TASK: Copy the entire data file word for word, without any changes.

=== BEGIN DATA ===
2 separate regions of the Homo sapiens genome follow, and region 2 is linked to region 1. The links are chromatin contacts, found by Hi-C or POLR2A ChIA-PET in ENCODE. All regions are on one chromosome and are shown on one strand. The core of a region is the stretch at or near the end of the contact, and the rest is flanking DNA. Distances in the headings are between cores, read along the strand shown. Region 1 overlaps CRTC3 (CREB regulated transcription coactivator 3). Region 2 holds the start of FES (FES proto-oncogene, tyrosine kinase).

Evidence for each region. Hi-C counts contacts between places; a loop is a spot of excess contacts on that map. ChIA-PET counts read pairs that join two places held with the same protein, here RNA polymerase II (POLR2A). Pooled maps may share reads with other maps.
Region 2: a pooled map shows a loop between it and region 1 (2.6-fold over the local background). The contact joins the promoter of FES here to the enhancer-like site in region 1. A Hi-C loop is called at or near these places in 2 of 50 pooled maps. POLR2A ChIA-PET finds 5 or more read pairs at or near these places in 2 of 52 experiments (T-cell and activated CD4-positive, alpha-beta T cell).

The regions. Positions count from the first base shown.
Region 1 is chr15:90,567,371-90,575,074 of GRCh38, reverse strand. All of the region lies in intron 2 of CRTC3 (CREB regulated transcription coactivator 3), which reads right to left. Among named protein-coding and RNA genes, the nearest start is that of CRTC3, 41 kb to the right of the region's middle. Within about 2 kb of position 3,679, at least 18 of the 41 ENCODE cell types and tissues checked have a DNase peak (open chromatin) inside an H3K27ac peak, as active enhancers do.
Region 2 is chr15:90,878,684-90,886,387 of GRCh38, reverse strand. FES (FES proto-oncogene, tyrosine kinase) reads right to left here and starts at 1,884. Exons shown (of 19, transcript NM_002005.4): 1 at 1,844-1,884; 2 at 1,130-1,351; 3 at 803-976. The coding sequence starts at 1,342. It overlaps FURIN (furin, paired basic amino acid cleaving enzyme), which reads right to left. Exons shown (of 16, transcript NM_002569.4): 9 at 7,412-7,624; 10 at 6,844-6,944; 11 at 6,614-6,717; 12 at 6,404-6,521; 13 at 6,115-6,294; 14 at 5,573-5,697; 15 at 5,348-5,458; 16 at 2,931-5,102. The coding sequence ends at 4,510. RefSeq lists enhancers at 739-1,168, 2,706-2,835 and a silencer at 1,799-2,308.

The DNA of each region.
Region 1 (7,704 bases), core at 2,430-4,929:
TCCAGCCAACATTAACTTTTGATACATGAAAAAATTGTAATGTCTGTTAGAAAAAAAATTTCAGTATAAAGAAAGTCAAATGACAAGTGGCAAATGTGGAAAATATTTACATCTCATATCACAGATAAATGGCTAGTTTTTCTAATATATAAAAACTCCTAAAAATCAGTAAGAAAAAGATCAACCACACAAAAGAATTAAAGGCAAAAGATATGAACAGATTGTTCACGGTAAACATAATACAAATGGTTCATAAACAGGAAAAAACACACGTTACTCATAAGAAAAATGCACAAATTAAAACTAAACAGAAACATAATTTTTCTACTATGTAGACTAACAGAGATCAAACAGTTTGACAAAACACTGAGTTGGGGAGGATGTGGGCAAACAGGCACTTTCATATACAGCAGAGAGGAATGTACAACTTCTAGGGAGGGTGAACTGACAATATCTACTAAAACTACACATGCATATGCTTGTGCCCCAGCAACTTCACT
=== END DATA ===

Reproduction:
2 separate regions of the Homo sapiens genome follow, and region 2 is linked to region 1. The links are chromatin contacts, found by Hi-C or POLR2A ChIA-PET in ENCODE. All regions are on one chromosome and are shown on one strand. The core of a region is the stretch at or near the end of the contact, and the rest is flanking DNA. Distances in the headings are between cores, read along the strand shown. Region 1 overlaps CRTC3 (CREB regulated transcription coactivator 3). Region 2 holds the start of FES (FES proto-oncogene, tyrosine kinase).

Evidence for each region. Hi-C counts contacts between places; a loop is a spot of excess contacts on that map. ChIA-PET counts read pairs that join two places held with the same protein, here RNA polymerase II (POLR2A). Pooled maps may share reads with other maps.
Region 2: a pooled map shows a loop between it and region 1 (2.6-fold over the local background). The contact joins the promoter of FES here to the enhancer-like site in region 1. A Hi-C loop is called at or near these places in 2 of 50 pooled maps. POLR2A ChIA-PET finds 5 or more read pairs at or near these places in 2 of 52 experiments (T-cell and activated CD4-positive, alpha-beta T cell).

The regions. Positions count from the first base shown.
Region 1 is chr15:90,567,371-90,575,074 of GRCh38, reverse strand. All of the region lies in intron 2 of CRTC3 (CREB regulated transcription coactivator 3), which reads right to left. Among named protein-coding and RNA genes, the nearest start is that of CRTC3, 41 kb to the right of the region's middle. Within about 2 kb of position 3,679, at least 18 of the 41 ENCODE cell types and tissues checked have a DNase peak (open chromatin) inside an H3K27ac peak, as active enhancers do.
Region 2 is chr15:90,878,684-90,886,387 of GRCh38, reverse strand. FES (FES proto-oncogene, tyrosine kinase) reads right to left here and starts at 1,884. Exons shown (of 19, transcript NM_002005.4): 1 at 1,844-1,884; 2 at 1,130-1,351; 3 at 803-976. The coding sequence starts at 1,342. It overlaps FURIN (furin, paired basic amino acid cleaving enzyme), which reads right to left. Exons shown (of 16, transcript NM_002569.4): 9 at 7,412-7,624; 10 at 6,844-6,944; 11 at 6,614-6,717; 12 at 6,404-6,521; 13 at 6,115-6,294; 14 at 5,573-5,697; 15 at 5,348-5,458; 16 at 2,931-5,102. The coding sequence ends at 4,510. RefSeq lists enhancers at 739-1,168, 2,706-2,835 and a silencer at 1,799-2,308.

The DNA of each region.
Region 1 (7,704 bases), core at 2,430-4,929:
TCCAGCCAACATTAACTTTTGATACATGAAAAAATTGTAATGTCTGTTAGAAAAAAAATTTCAGTATAAAGAAAGTCAAATGACAAGTGGCAAATGTGGAAAATATTTACATCTCATATCACAGATAAATGGCTAGTTTTTCTAATATATAAAAACTCCTAAAAATCAGTAAGAAAAAGATCAACCACACAAAAGAATTAAAGGCAAAAGATATGAACAGATTGTTCACGGTAAACATAATACAAATGGTTCATAAACAGGAAAAAACACACGTTACTCATAAGAAAAATGCACAAATTAAAACTAAACAGAAACATAATTTTTCTACTATGTAGACTAACAGAGATCAAACAGTTTGACAAAACACTGAGTTGGGGAGGATGTGGGCAAACAGGCACTTTCATATACAGCAGAGAGGAATGTACAACTTCTAGGGAGGGTGAACTGACAATATCTACTAAAACTACACATGCATATGCTTGTGCCCCAGCAACTTCACT